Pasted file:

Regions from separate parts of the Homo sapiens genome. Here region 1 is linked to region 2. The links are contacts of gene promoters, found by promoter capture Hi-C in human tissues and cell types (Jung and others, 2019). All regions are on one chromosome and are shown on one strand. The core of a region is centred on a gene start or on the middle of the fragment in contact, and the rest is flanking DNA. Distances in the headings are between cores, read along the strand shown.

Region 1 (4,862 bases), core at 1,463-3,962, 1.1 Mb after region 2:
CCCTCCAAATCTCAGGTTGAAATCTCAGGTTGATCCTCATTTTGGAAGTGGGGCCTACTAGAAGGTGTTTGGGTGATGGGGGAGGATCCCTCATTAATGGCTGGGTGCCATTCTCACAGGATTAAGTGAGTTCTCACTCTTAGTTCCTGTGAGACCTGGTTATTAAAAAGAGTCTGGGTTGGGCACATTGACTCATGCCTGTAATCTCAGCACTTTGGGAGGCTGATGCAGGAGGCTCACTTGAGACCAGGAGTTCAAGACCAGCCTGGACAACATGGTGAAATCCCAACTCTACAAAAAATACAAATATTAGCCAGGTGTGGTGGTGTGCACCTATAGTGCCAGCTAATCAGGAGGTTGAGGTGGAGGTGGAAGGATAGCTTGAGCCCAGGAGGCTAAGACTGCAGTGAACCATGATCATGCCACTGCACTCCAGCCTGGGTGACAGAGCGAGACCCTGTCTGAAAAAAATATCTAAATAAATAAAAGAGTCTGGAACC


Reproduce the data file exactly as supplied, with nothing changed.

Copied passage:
Regions from separate parts of the Homo sapiens genome. Here region 1 is linked to region 2. The links are contacts of gene promoters, found by promoter capture Hi-C in human tissues and cell types (Jung and others, 2019). All regions are on one chromosome and are shown on one strand. The core of a region is centred on a gene start or on the middle of the fragment in contact, and the rest is flanking DNA. Distances in the headings are between cores, read along the strand shown.

Region 1 (4,862 bases), core at 1,463-3,962, 1.1 Mb after region 2:
CCCTCCAAATCTCAGGTTGAAATCTCAGGTTGATCCTCATTTTGGAAGTGGGGCCTACTAGAAGGTGTTTGGGTGATGGGGGAGGATCCCTCATTAATGGCTGGGTGCCATTCTCACAGGATTAAGTGAGTTCTCACTCTTAGTTCCTGTGAGACCTGGTTATTAAAAAGAGTCTGGGTTGGGCACATTGACTCATGCCTGTAATCTCAGCACTTTGGGAGGCTGATGCAGGAGGCTCACTTGAGACCAGGAGTTCAAGACCAGCCTGGACAACATGGTGAAATCCCAACTCTACAAAAAATACAAATATTAGCCAGGTGTGGTGGTGTGCACCTATAGTGCCAGCTAATCAGGAGGTTGAGGTGGAGGTGGAAGGATAGCTTGAGCCCAGGAGGCTAAGACTGCAGTGAACCATGATCATGCCACTGCACTCCAGCCTGGGTGACAGAGCGAGACCCTGTCTGAAAAAAATATCTAAATAAATAAAAGAGTCTGGAACC